Sharon Magness Blake & Denver Broncos’ Thunder
A Legacy of teamwork & a love of animals
Football games can be pretty exciting—especially when a nail-biter of a win is involved.
The rush that fans of the Denver Broncos experience with every home-game touchdown or field goal is amplified when a majestic white Arabian who goes by the name of Thunder puts a figurative exclamation point on the score by triumphantly galloping from one end zone at Empower Field at Mile High to the other.
The roar of the crowd can be deafening when Thunder and trainer/rider Ann Judge, flying the team colors of orange and blue, make the celebratory lap.
The 2022 season is Thunder’s 30th year as the mascot of the three-time Super Bowl champion Denver Broncos, and to mark the occasion, owner Sharon Magness Blake met with Colorado Expression to share highlights of the horse’s crowd-pleasing ways.
The idea for having a live animal mascot dates back to 1993, when Sharon and her first husband, Tele-Communications Inc. founder Bob Magness, received a call from general manager John Beake. He asked if they would be interested in bringing one of their horses to the stadium to add to the fans’ entertainment.
“Absolutely,” Sharon told him. “We would love to do it.”
At the time, Bob and Sharon Magness had 900 Arabian horses in their Magness Racing Ventures. Arabians, Sharon notes, are “super friendly and people-oriented,” making the breed a perfect candidate for a team mascot.
Bob Magness died in 1996. In 2004, Sharon married Ernie Blake, an attorney and former mayor of Breckenridge who shares her love of horses.
The first horse to go by the name of Thunder was JB Kobask, a 10-year-old stallion who had experience as a show horse, something that would make it easier for him to adapt to situations involving large crowds, lots of noise and other distractions.
“We’d play tapes of crowds cheering and replicated the black-and-white field markings on the floor of our arena,” she recalls. “We did this so the horse wouldn’t shy or try to jump the lines while galloping on the field.”
And adapt he did. Judge has described Thunder No. 1 as a “bold and courageous horse with a huge ego” who “so loved the crowds.”
Thunder has his own team on the field—Ann Judge, who trains and rides him; and Sharon Magness Blake, who helps take care of him and helps direct him on the field. Then there’s Ernie Blake, who works with the photographers and personnel on the field to help keep everyone safe, and Rudy Mendiola, who saddles and holds Thunder before he runs. Rick Holman helps protect him and clears people out of the way, and David Blake loads the flag and alerts the referees. “And we all scoop poop,” Sharon laughs.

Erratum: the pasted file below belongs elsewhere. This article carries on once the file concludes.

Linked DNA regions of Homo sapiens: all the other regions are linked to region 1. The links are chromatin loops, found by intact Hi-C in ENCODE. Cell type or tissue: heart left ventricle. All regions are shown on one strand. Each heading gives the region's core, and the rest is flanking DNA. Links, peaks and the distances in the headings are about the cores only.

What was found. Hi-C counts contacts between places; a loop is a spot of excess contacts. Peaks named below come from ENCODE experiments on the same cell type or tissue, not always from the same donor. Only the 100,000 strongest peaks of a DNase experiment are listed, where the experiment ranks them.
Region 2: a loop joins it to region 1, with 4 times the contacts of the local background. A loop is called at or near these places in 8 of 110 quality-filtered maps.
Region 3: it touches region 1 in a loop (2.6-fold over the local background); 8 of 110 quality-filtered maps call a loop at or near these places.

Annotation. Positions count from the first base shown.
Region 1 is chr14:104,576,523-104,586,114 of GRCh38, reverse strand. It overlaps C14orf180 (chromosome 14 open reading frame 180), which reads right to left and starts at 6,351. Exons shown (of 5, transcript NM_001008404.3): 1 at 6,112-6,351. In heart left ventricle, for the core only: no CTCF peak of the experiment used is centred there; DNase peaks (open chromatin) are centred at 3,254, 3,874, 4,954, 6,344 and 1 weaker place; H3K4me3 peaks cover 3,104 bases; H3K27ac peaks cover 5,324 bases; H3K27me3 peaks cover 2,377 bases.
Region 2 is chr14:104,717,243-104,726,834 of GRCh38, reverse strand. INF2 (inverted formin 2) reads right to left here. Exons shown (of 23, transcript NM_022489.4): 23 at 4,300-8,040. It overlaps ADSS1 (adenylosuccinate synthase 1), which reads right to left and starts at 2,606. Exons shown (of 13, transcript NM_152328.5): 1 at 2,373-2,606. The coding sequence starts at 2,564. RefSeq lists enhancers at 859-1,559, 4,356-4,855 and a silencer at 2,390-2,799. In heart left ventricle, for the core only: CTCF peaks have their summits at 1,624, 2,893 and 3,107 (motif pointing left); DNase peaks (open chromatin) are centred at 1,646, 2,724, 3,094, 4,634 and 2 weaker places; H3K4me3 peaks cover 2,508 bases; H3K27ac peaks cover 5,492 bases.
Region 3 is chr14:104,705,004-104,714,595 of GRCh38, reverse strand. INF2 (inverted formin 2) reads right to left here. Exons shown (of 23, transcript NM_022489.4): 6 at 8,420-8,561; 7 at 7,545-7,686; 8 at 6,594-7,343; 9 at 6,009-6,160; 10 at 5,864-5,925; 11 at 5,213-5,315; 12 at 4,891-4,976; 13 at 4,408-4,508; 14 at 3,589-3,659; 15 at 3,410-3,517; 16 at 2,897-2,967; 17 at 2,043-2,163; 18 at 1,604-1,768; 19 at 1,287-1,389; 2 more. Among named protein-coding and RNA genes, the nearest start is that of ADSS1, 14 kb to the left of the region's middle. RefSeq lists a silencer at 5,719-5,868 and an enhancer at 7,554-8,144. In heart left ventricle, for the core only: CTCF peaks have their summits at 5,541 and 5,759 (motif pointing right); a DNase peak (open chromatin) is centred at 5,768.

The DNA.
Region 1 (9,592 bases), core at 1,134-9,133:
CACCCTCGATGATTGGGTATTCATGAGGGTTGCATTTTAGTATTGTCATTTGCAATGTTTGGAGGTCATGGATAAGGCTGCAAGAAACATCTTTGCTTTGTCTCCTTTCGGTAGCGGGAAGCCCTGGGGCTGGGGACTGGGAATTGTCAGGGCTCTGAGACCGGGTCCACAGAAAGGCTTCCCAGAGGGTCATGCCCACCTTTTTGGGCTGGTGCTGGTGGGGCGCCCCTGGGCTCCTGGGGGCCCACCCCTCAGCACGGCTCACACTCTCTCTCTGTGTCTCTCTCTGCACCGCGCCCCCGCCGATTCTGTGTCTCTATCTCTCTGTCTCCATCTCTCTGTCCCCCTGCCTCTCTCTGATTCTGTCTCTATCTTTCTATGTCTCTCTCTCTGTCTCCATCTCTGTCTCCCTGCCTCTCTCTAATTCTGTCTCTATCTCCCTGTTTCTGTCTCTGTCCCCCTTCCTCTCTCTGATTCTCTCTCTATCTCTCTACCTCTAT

Thunder also helps rev up the crowd by leading the team onto the field at each home game’s start. “There is such a sense of pride and emotion as he leads the team out to the field,” Sharon says. “I get that every time I see it.” Thunder also participates in a meet-and-greet prior to each game where fans can have their picture taken with him and visit with trainer/rider Judge.
Thunder traveled with the Broncos to four Super Bowl appearances, including the 2014 matchup with the Seattle Seahawks that was played at MetLife Stadium in New Jersey. Thunder flew to the game and though the Broncos were defeated, Thunder scored several press appearances in New York City. Sharon vividly remembers walking Thunder through Manhattan for his spots on the Today Show and Fox Sports.
Thunder No. 1 retired after 10 seasons and was succeeded by Winter Solstyce, a gelding who had been Sharon’s personal riding horse. As Thunder No. 2, Winter Solstyce was timid at first, but with each season he became “very social, quite the poser and eager to experience new things.” Thunder No. 3, Me N Myshadow, also is a gelding whose run as the team mascot is nearing an end.
Off the field, Thunder makes appearances at various community and charitable fundraising events, most notably Western Fantasy, a dinner, auction and country music extravaganza benefiting Volunteers of America that Sharon founded 29 years ago with Jean Galloway. Sharon opens the event by circling the National Western Events Center arena floor astride Thunder, carrying the American flag, as Lee Greenwood, either in person or via recording, sings God Bless the USA.
Every December, Thunder rides the freight elevator to the Empower Field club level to mingle with 300 members of the Boys and Girls Clubs of Denver—many of whom have never seen a live horse—for a Christmas party hosted by the Broncos.
Sharon, whose concern for the most vulnerable earned her the title of Best Live Philanthropist by Westword in one of its Best of Denver issues, is expanding her philanthropic reach by partnering with veterinarian Kelly Tisher and Littleton Equine Medical Center to form the Thunder Fund. It is a foundation that will help provide life-saving emergency surgery for horses whose owners cannot afford the cost. Littleton Equine Medical Center has cared for all of Sharon’s horses, including each Thunder, since 1965.
“We are excited to work with the foundation Sharon has created to help people with their horses in the most stressful time,” Dr. Tisher says. “This will be a great tribute to all of the Thunders.”
Joanne Davidson contributed to this story.